A Positive Analysis of Fairtrade Certification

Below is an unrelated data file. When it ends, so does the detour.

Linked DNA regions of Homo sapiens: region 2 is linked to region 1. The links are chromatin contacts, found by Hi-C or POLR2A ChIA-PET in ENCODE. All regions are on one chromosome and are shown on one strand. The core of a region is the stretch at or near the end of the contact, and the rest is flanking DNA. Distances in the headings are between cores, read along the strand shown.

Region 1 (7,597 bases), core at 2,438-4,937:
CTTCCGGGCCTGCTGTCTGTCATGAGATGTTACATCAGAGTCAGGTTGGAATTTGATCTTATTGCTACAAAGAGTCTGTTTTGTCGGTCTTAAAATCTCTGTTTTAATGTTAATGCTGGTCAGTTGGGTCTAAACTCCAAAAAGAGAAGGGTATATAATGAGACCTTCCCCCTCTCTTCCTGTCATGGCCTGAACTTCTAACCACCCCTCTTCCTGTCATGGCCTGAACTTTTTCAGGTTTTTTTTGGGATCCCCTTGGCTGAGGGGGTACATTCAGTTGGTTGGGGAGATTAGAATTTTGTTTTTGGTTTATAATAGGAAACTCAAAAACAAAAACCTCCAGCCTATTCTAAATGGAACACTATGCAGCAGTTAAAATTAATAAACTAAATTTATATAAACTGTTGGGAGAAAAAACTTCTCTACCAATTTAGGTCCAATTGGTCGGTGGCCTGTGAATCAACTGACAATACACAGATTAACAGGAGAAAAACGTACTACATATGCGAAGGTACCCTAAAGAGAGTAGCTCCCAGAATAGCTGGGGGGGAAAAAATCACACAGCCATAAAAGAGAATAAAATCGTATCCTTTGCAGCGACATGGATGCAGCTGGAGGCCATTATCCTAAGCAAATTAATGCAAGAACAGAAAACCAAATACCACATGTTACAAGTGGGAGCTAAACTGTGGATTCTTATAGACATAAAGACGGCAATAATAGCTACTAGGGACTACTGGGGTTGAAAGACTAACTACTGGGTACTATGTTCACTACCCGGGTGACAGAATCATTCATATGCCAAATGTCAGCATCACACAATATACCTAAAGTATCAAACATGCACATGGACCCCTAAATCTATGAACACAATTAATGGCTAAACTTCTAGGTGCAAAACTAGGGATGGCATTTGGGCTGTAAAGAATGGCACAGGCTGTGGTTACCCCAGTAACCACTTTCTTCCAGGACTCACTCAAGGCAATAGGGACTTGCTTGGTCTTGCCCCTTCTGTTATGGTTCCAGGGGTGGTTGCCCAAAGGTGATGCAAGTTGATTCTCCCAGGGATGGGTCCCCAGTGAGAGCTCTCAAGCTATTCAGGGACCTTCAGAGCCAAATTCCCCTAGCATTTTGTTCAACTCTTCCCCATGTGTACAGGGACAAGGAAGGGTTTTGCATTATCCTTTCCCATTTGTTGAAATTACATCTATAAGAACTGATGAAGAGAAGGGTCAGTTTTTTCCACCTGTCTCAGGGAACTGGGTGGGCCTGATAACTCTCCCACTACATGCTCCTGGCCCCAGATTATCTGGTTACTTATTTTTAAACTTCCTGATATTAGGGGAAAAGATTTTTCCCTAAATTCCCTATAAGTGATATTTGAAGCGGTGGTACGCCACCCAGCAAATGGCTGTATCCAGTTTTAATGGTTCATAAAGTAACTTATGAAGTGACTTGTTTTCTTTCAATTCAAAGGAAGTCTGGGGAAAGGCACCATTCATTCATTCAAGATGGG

The Fairtrade program transfers income to farmers by establishing a price floor and an alternate distribution channel that bypasses intermediaries between the raw commodity and world markets. I develop a model of the international commodity supply chain, with monopolistically competitive final goods producers and consumers who value the ethical quality of goods. A small number of oligopsonistic intermediaries purchase the raw commodity from farmers in a given country and then sell to final goods producers in the world market. I consider the effects of a Fairtrade program that is too small to have an effect on the world price of the commodity. I show that the Fairtrade program decreases the intermediaries' market power and consequently, even farmers that are not selected into the program receive a higher wage than in the absence of the program. I establish the Pareto optimal Fairtrade price and assess the overall efficiency of the program. The program is a more efficient way to transfer income to farmers than a direct transfer equal to the premium commanded by certified products if the Fairtrade price is not set too high above the efficient wage for farmers. If the number of intermediaries were large, however, then the direct transfer is more efficient than the program even for small binding price floors. Keywords: certification, Fairtrade, oligopsonistic intermediaries, supply chain.